Experts see airfares, fees rising in 2012
Airfares, fees, expected to rise in 2012
Northwest travel guides
FORT LAUDERDALE, Fla. — Airlines were walloped by rising oil prices in 2011 and fliers were forced to fork out more for airfares.
Experts say 2012 could hold much of the same.
"We're going to see higher airfares," said Anne Banas, executive editor of SmarterTravel, a website for travelers.
But how much higher is a matter of debate.
"Fares are probably going to inch up," said George Hobica, founder of travel website AirfareWatchdog.com. He said airlines are cutting the number of seats they fly and mergers may eliminate competition.
Carlson Wagonlit Travel is forecasting a 3.5 to 4.1 percent jump in North American airfares. Other experts say fares could climb higher, partly because of more regulation.
One key may be the cost of fuel. An increase in oil prices early in 2011 helped push fares up 8.5 percent in the second quarter of last year, the latest figure available from the U.S. Department of Transportation.
An airline tried to raise fares 22 times last year. The first six came when fuel costs were rising and were adopted industry-wide. Of the next 18, only three succeeded, according to travel website FareCompare.com.
Oil is now about $99 a barrel, compared with $113 a barrel at its 2011 peak in April.
Here's a look at what else consumers can expect from air travel in 2012:
CONSOLIDATION: Besides fewer plane seats, there also could be fewer airlines flying if a merger of American Airlines, which recently entered Chapter 11 bankruptcy protection, takes place.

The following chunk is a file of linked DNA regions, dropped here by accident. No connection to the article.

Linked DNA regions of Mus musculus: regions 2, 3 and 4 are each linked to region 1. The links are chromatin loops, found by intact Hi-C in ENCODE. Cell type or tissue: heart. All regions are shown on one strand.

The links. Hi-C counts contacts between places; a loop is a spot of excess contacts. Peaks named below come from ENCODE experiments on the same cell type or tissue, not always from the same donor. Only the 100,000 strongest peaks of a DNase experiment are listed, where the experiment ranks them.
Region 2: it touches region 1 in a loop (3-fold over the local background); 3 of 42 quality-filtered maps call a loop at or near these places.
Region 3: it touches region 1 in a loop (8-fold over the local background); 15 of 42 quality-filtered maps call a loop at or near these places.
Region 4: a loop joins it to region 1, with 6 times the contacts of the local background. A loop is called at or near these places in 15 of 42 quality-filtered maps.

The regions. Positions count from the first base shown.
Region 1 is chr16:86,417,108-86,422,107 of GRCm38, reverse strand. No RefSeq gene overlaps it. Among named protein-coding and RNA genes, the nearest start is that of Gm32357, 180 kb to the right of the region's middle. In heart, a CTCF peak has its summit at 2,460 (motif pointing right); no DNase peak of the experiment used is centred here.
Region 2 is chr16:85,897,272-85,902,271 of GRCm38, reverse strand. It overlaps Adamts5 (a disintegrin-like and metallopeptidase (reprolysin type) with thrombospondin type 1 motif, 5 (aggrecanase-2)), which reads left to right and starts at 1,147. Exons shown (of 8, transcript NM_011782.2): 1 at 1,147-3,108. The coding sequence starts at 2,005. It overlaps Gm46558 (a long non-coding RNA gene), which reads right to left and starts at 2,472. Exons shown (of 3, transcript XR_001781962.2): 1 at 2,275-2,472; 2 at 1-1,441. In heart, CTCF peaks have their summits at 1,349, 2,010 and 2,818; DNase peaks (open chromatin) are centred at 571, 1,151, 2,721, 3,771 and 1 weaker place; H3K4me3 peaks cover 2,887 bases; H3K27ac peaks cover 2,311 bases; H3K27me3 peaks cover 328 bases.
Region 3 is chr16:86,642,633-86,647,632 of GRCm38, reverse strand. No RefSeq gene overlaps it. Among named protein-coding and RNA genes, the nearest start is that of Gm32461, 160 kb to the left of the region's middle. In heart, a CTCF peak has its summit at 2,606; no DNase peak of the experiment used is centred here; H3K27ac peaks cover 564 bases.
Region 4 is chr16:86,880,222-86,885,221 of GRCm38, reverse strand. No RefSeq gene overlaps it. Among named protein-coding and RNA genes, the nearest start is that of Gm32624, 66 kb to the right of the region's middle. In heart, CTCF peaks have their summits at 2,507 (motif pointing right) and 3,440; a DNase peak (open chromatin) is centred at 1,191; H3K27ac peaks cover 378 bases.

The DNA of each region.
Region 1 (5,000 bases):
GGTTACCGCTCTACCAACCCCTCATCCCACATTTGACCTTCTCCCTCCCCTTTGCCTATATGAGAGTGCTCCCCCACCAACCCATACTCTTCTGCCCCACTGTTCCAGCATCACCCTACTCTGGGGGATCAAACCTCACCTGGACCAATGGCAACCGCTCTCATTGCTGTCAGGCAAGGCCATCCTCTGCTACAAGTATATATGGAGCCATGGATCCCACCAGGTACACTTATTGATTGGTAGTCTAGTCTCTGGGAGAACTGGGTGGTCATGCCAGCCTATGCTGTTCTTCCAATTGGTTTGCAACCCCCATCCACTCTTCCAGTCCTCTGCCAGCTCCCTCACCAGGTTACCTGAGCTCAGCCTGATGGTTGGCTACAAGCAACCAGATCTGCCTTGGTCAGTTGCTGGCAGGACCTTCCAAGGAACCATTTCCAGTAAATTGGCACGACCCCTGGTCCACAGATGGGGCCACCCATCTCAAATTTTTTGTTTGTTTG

Industry instability has Meg Cohn of Delray Beach, Fla., concerned about her stash of airline points, which she plans to use for trips to Connecticut or Washington, D.C. this year.
"What worries me? Having all my points canceled by an executive decision or Chapter 11 or not being able to use points because few seats are available for point assignment," Cohn said.
DEALS: Even if there's a general increase in prices, good deals still will be available, especially during off-peak hours or midweek periods, Rick Seaney, chief executive officer of FareCompare, said recently.
As it becomes harder to shave costs off air travel, people will change their planning process, Banas predicted. "Cheap deals and what's available will dictate where they travel."
Internet flash sales or limited-run discounts that help airlines and hotels to fill empty seats and beds, and "surprise" travel deals will be increasingly popular, she added.
CHARGE FOR EXTRAS: Comfort, perks and new ways to upgrade will be much discussed in 2012, according to Cheapflights.com.
With more airlines now charging for extra legroom seats or for advance seat selections, the cost of air travel will creep up. Still, mini-upgrades like these may appeal to economy fliers seeking premium-class indulgences at minimal costs.
Delta Air Lines plans to add Economy Comfort seats that offer four more inches of legroom and more reclining capacity fleetwide by this summer 2012.
The premium economy seat category launched on international flights last year priced from $80 to $160 extra each way.
FEES: Led by Miramar, Fla.-based Spirit Airlines, carriers have increasingly used fees to raise revenue even if they hold the line on fares. In 2012, "airlines will think of new ways to raise revenue," Hobica said.
Some already have.
Beginning Jan. 24, Spirit will begin charging customers $5 if they have their boarding pass printed by an airport agent. It will charge $2 for kiosk-printed boarding passes starting June 30.
Spirit's cornucopia of fees has irked some fliers.
Pam Finkelstein complained that her daughter had to pay extra for an overweight checked bag on a Spirit flight from Boston over the Christmas holidays. "The extra charges were more than the cost of her plane ticket. Ridiculous!" said Finkelstein, of Boca Raton, Fla.
A fee to speak to a real person at airport check-in could be another reality facing travelers soon, Hobica added.
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